Now, with advancing years, the grandparents tended to come to us for Christmas, along with uncles, aunts and cousins from around the isles. Beds were in great demand, with the folding camp variety and sofas helping out. The most glorious memory I have, even better than the decorations, wind-up gramophone, Christmas crackers, tantalizing all-night smell of turkey, and rosy-cheeked, very happy aunties and uncles coming home from the pub bearing gifts of crisps and pop. Better than even stirring the huge bowl of pudding mix, my most glorious memory is of lots of head-to-toe kids, laughing, making up and playing children’s games--often being warned to keep the noise down in case we scared off Santa. We kids, who rarely needed sleep, bundled and tumbled around an overflowing wonderland of a hot-water-bottled, goose-feather bed. These were the best of times that we cousins still laugh about more than half a century later.  Times wealth could not have improved on. There was always just enough, be it gifts, warmth, love or discipline.

Other memorable Christmases come to mind, like the time we all got leathery brown soccer balls and togs (cleats), which came up over our ankles. We kicked, headed and tackled our way over every inch of the festive housing estate, park, waste ground, school yard and sea front. Or when it snowed, and all the woolen scarf and gloved, local kids rolled a giant snowball over the sand dunes down along the tide, until it was too heavy to move and cracked in half like a giant gob stopper.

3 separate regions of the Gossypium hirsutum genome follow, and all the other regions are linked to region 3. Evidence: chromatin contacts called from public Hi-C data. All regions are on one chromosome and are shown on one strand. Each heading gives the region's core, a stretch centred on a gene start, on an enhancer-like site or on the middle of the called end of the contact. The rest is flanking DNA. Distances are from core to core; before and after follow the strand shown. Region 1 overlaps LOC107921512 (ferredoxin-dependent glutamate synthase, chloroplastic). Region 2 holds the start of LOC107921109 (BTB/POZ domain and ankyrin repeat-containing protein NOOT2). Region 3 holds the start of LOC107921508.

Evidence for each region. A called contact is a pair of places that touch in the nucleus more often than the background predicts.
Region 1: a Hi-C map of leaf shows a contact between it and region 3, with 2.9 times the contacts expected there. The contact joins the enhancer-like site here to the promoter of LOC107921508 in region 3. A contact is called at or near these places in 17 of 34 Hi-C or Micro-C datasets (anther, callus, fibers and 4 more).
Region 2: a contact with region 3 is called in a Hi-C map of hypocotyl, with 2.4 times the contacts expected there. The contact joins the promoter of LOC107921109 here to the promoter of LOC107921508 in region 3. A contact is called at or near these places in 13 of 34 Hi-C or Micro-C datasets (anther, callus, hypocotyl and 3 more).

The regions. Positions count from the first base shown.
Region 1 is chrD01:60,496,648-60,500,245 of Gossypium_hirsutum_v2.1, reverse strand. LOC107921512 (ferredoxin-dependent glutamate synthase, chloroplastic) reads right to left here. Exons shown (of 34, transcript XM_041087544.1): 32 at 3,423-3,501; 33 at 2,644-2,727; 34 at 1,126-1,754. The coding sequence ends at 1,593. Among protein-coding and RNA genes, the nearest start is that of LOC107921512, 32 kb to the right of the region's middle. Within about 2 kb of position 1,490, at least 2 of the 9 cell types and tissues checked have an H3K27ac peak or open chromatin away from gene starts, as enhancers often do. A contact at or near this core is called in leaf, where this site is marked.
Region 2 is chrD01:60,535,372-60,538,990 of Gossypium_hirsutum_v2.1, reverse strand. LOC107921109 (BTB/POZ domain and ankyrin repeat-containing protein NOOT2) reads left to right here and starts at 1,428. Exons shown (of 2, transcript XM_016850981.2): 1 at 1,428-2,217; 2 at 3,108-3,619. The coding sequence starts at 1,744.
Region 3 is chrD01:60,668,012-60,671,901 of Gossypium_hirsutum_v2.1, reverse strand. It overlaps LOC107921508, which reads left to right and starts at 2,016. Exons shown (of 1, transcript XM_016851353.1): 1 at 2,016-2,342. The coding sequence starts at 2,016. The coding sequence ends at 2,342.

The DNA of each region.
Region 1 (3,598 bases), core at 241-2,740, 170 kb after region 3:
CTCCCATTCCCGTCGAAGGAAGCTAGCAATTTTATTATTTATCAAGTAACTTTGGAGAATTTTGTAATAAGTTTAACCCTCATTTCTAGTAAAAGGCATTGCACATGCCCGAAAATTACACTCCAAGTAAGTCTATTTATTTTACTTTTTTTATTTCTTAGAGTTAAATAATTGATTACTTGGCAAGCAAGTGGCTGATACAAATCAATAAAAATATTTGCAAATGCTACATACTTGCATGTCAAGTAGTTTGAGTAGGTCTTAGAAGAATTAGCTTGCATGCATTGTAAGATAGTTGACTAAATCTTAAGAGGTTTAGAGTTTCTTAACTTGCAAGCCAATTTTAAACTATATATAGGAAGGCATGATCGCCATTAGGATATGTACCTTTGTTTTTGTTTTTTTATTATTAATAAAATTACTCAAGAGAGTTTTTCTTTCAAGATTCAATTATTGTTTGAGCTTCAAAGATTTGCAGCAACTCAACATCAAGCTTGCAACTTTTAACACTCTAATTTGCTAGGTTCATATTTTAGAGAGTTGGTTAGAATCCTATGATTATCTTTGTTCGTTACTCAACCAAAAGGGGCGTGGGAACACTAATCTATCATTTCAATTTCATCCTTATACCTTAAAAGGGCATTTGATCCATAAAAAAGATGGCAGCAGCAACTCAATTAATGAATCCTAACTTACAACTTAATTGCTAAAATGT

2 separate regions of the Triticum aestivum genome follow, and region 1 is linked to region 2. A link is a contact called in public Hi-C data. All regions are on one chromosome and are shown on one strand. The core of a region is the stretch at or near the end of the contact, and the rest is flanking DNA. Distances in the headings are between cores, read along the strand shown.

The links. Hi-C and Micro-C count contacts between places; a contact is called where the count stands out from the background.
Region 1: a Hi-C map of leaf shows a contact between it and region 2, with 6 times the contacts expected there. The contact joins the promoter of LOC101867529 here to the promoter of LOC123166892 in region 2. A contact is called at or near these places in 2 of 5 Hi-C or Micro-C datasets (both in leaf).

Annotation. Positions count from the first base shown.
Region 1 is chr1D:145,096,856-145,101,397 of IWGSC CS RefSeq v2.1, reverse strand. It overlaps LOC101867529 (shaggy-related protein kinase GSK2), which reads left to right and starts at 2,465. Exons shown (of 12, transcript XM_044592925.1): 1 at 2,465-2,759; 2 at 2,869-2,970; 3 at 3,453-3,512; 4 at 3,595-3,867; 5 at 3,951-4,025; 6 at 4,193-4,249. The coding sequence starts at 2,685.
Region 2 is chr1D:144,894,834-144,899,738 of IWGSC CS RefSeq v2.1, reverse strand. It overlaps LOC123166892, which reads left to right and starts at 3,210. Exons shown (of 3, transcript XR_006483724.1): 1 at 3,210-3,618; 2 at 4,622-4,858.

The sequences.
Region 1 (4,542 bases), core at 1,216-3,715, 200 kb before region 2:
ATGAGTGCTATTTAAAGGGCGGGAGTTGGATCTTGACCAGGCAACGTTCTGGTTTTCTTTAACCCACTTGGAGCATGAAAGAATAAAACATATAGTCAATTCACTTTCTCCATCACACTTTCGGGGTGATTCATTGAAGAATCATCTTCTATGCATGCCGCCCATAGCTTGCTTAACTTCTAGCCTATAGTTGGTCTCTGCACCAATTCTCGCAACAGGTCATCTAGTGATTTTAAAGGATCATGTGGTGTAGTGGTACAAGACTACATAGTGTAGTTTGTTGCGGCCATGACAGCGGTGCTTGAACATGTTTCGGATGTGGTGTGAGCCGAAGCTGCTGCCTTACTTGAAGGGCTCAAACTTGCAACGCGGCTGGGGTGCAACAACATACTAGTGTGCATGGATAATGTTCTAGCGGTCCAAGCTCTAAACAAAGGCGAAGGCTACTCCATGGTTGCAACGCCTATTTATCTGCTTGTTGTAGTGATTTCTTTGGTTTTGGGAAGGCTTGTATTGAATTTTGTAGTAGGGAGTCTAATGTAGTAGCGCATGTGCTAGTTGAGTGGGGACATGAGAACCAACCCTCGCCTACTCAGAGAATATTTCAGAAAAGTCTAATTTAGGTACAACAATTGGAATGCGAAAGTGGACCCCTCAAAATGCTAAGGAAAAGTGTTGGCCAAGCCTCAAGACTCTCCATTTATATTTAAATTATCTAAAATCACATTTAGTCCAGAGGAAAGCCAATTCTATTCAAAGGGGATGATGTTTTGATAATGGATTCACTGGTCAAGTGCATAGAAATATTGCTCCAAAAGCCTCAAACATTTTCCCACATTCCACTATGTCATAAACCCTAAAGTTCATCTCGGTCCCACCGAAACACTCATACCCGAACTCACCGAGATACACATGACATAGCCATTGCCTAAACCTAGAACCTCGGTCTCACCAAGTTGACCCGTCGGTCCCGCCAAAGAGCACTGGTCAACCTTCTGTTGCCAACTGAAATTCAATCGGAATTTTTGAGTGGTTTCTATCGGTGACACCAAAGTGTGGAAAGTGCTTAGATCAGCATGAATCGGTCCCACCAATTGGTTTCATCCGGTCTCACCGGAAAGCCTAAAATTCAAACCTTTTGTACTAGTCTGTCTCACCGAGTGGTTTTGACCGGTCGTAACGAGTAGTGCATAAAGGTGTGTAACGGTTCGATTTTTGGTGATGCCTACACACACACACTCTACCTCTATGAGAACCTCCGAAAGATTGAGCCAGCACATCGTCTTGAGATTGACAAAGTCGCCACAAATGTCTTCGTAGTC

The Ghost of Christmas Past

Those Christmases of very early childhood are unparalleled in my book of days. Nadolig or Y Gwyliau (The holidays), as it is known in Wales, is a festival of and for children, and I feel very blessed to have been able, at an early age, to have experienced not only such treasured times of warmth, but also the remnants of ancient social tradition. Of doors being open to everyone, and hospitality a matter of course and pride, especially at Y Flwyddyn Newydd (New Year).

Wassailing is basically a movable feast, pasties, pork pies, pints and people, laughter and song, migrating around the neighborhood from door to door in increasingly "happy" circles. Christmas Eve, at one time, was only the beginning of several weeks of celebration, of no manual work (with the plow being stowed under the kitchen table of the farm, and wetted with beer from time to time). The whole thing culminated by bringing in the new year with the right sort of observances to ensure health, good crops, marriage and happiness.